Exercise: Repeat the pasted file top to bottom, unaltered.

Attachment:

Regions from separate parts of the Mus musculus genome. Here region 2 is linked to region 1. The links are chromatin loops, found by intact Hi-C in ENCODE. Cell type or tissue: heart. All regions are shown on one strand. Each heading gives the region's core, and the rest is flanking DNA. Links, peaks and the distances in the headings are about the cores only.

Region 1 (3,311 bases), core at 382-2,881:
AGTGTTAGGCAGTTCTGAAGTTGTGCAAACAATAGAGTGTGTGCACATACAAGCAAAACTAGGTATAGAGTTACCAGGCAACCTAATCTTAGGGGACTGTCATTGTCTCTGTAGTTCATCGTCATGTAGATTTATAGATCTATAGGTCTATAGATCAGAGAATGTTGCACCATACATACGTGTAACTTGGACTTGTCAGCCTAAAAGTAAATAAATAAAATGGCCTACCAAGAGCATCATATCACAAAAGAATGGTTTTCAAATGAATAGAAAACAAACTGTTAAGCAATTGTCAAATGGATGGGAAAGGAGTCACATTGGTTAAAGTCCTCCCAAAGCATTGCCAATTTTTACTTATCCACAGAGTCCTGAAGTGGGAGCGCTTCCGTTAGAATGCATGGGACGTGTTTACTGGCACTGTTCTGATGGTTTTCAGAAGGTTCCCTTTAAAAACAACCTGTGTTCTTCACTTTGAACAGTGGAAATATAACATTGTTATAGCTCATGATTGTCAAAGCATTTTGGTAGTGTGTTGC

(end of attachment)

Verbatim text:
Regions from separate parts of the Mus musculus genome. Here region 2 is linked to region 1. The links are chromatin loops, found by intact Hi-C in ENCODE. Cell type or tissue: heart. All regions are shown on one strand. Each heading gives the region's core, and the rest is flanking DNA. Links, peaks and the distances in the headings are about the cores only.

Region 1 (3,311 bases), core at 382-2,881:
AGTGTTAGGCAGTTCTGAAGTTGTGCAAACAATAGAGTGTGTGCACATACAAGCAAAACTAGGTATAGAGTTACCAGGCAACCTAATCTTAGGGGACTGTCATTGTCTCTGTAGTTCATCGTCATGTAGATTTATAGATCTATAGGTCTATAGATCAGAGAATGTTGCACCATACATACGTGTAACTTGGACTTGTCAGCCTAAAAGTAAATAAATAAAATGGCCTACCAAGAGCATCATATCACAAAAGAATGGTTTTCAAATGAATAGAAAACAAACTGTTAAGCAATTGTCAAATGGATGGGAAAGGAGTCACATTGGTTAAAGTCCTCCCAAAGCATTGCCAATTTTTACTTATCCACAGAGTCCTGAAGTGGGAGCGCTTCCGTTAGAATGCATGGGACGTGTTTACTGGCACTGTTCTGATGGTTTTCAGAAGGTTCCCTTTAAAAACAACCTGTGTTCTTCACTTTGAACAGTGGAAATATAACATTGTTATAGCTCATGATTGTCAAAGCATTTTGGTAGTGTGTTGC